Medical aid increases 2017: Top tips for managing your medical aid

Here's how to optimise your medical aid budget this year.

10 January 2017
by Lisa Lazarus

For the average family, by the time they hit mid-year, most have exhausted their medical savings. In my family of four, that means we have six months of medical costs ahead – and with two young children, there are bound to be multiple visits to doctors for ear infections, viruses, and tummy bugs. And that’s not factoring in anything calamitous occurring.

This year is going to be a particularly difficult one due to the high-than-usual medical aid rate increases scheduled for all medical schemes. So is there any way we can make our medical savings last longer? And what can we expect our medical aid scheme rate to do over the next 12 months? Double digit increases, it seems. Corlene Botha, a healthcare advisor at Crue Invest, a Cape Town-based financial planning company, explains that many medical aid schemes are pricing in rises of around 11% this year.

Why such high increases to medical scheme rates?

Botha explains that, in general, medical inflation outstrips normal inflation – you’ll be relieved to learn that this happens not only here but is a common global trend. In South Africa, past trends have shown that the cost of health care rises year-on-year at a rate of the Consumer Price Index (CPI) plus 4%.

Plus, bear in mind that the decreased value of the Rand coupled with the rising costs of importing medicines and medical equipment have contributed to these steep increases.

How to manage your medical aid

As the entire medical aid industry has seen a spike in member claims, these increases are unavoidable to keep the schemes sustainable, explains Botha. Botha recommends the following to prepare for the year ahead:

1. Factor future healthcare increases of at least CPI plus 4% into your budget.

2. Build up an emergency fund to cover those expenses not covered by medical aid.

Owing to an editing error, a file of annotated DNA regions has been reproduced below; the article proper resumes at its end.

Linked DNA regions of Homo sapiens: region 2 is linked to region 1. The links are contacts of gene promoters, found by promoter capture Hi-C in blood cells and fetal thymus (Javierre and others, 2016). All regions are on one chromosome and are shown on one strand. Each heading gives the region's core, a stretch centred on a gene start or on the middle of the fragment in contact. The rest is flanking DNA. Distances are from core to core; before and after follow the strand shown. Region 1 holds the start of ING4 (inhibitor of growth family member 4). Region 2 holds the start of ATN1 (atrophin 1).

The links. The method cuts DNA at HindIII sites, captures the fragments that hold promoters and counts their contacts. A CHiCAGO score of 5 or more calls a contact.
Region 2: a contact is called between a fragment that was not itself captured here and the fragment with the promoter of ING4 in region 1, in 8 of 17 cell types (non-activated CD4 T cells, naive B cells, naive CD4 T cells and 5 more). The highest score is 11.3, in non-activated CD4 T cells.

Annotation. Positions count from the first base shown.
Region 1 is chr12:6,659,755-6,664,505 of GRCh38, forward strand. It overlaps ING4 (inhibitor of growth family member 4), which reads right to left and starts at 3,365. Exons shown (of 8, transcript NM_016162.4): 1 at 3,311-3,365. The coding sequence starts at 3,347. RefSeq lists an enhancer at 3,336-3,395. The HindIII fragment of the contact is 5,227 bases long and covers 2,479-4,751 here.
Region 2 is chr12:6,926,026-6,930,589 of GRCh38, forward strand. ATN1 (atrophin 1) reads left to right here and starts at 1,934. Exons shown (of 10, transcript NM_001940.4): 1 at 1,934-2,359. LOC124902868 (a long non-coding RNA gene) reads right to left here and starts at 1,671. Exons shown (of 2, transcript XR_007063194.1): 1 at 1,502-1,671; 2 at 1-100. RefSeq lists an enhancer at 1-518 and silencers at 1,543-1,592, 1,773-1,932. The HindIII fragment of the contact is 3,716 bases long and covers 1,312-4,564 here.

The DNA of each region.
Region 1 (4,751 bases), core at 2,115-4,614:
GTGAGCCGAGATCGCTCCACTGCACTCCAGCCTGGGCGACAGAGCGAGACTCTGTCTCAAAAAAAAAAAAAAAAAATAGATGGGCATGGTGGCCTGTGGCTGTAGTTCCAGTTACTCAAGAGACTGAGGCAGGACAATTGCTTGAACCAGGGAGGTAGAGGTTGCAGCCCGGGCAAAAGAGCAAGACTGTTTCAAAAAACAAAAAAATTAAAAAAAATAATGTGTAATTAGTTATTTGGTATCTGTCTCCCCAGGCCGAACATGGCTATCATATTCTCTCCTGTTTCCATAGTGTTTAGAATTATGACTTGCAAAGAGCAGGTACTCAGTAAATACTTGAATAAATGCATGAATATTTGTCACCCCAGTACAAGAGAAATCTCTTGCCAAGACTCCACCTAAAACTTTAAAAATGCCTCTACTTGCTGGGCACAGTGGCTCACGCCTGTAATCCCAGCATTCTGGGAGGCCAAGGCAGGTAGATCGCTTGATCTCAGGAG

3. Take out a gap cover policy to fund the difference between the cost of the service provider and what is paid by the medical aid. Providers can charge as much as five times the scheme cover, explains Kim Matthews, an associate advisor at Core Wealth Managers. She adds that one can expect gap cover, which is really a short-term insurance product, to push up its charges this year as well. This is partly a consequence of medical schemes reducing their risk by structuring their plans so that they shift liability to gap cover providers.

4. Be careful about a knee-jerk response due to the premium increases. Incentive-driven healthcare brokers could use fear tactics to try and get you to move to a cheaper medical aid. Bear in mind the risk that the medical scheme may not stay solvent over the next few years.

5. Importantly, remember that your healthcare expenditure may suddenly go from low to high. Many people move to cheaper options because they have ‘never claimed from medical aid anyway’. But life is precarious; a car accident, stroke or severe illness can change everything in an instant.

6. Speak to an independent healthcare advisor, someone who can match your needs and affordability with an appropriate plan. Be honest and specific about your family’s requirements with respect to chronic illnesses, health status, family history, concerns and expectations.

7. Lastly, it’s worth keeping in mind the function of medical aids: they were never intended to be the funders of all healthcare costs a person may face. The idea is that the young cross-subsidise the old, and the healthy cross-subsidise the sick. Much like insurance on your vehicle, medical aid is not intended to cover maintenance and wear-and-tear costs, but rather large, unforeseeable expenses that are unaffordable to the average person.

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